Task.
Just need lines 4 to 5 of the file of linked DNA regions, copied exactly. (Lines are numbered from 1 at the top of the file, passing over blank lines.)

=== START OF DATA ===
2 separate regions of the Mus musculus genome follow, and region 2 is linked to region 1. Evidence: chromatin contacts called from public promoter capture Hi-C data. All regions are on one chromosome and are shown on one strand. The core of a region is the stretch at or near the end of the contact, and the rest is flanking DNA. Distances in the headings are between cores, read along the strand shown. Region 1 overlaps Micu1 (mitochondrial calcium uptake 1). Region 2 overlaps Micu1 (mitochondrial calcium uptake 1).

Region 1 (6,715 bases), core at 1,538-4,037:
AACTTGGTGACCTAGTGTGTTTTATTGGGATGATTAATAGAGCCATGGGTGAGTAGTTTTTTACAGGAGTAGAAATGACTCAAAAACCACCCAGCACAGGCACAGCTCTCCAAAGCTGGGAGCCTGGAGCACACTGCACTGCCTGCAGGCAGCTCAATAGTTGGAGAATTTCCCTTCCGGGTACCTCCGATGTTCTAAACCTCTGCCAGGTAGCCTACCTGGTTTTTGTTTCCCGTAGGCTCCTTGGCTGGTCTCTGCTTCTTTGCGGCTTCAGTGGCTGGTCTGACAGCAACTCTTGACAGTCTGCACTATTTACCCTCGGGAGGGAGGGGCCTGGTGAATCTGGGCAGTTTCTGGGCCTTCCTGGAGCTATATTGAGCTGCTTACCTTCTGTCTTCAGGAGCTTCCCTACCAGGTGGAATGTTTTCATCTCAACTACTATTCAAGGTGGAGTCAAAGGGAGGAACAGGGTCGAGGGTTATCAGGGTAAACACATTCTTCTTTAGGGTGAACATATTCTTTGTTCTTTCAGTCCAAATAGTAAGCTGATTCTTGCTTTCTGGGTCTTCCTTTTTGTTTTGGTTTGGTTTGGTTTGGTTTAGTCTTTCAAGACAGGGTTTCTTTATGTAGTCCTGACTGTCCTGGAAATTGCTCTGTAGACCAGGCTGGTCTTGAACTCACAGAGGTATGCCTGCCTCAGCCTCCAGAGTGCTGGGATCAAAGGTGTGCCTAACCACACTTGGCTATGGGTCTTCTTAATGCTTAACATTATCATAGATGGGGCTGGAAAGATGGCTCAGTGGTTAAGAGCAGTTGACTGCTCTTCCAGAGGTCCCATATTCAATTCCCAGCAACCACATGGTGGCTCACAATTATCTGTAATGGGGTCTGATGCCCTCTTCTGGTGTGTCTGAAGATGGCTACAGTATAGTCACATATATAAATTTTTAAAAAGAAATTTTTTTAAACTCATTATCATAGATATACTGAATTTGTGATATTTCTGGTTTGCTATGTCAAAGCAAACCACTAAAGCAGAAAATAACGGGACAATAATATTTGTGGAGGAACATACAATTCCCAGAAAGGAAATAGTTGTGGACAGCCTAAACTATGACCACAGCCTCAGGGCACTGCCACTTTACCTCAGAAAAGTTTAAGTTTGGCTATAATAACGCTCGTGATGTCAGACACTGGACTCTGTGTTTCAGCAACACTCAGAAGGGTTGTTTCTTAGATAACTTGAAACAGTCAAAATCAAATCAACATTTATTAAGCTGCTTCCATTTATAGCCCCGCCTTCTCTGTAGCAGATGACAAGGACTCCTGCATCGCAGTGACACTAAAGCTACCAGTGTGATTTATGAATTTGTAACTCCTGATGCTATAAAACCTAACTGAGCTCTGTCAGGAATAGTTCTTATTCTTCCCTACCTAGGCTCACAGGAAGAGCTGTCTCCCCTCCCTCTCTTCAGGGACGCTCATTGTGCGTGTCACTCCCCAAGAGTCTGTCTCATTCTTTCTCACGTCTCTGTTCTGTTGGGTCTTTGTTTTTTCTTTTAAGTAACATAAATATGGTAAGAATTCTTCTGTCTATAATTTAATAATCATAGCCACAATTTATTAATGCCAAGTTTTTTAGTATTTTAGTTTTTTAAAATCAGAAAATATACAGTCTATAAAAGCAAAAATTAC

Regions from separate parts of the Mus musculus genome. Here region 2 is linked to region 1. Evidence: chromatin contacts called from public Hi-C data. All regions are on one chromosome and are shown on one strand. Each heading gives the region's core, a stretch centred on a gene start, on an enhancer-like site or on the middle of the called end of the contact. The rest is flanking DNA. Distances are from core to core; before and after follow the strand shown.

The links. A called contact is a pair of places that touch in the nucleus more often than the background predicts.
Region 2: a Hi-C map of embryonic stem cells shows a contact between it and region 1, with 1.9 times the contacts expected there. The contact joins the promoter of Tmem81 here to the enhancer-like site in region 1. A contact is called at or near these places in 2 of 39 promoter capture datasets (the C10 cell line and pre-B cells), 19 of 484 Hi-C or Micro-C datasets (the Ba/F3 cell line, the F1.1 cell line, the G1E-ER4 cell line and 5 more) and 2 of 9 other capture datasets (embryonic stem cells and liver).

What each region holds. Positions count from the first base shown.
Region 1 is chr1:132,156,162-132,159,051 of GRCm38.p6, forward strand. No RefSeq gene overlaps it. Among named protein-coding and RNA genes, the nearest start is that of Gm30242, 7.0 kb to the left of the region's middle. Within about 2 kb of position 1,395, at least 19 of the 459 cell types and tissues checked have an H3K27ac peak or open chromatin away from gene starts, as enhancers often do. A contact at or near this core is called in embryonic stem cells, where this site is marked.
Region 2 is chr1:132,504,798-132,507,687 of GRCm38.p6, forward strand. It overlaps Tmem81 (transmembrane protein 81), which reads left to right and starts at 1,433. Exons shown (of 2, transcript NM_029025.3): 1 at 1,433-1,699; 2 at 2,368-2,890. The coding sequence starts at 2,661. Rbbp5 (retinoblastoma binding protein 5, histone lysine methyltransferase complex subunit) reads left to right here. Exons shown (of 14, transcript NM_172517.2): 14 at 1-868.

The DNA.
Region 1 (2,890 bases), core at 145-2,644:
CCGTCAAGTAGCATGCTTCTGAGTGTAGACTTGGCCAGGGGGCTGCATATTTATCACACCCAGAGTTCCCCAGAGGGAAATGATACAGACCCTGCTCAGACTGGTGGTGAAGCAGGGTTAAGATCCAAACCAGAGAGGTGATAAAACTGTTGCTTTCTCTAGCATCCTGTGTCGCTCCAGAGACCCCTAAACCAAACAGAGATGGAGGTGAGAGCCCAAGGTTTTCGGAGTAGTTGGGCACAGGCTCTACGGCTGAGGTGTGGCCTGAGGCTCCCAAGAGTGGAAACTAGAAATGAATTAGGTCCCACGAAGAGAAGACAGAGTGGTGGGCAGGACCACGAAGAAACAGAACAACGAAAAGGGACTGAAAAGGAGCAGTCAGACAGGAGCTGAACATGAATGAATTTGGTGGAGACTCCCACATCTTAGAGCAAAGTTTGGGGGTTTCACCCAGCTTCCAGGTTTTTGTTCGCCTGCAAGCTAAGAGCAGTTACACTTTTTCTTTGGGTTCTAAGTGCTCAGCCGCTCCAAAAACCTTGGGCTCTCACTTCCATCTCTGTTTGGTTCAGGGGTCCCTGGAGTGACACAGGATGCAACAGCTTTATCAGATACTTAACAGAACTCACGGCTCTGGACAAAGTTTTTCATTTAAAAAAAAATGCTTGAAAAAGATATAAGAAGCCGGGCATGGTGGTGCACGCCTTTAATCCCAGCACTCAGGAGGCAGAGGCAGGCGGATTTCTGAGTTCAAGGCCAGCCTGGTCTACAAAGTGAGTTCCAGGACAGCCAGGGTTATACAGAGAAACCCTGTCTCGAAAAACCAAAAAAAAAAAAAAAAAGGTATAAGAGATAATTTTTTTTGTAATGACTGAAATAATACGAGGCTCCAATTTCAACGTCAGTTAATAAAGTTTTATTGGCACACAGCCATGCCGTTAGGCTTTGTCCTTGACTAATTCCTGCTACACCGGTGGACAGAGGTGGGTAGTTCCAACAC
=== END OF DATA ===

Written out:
Regions from separate parts of the Mus musculus genome. Here region 2 is linked to region 1. Evidence: chromatin contacts called from public Hi-C data. All regions are on one chromosome and are shown on one strand. Each heading gives the region's core, a stretch centred on a gene start, on an enhancer-like site or on the middle of the called end of the contact. The rest is flanking DNA. Distances are from core to core; before and after follow the strand shown.

The links. A called contact is a pair of places that touch in the nucleus more often than the background predicts.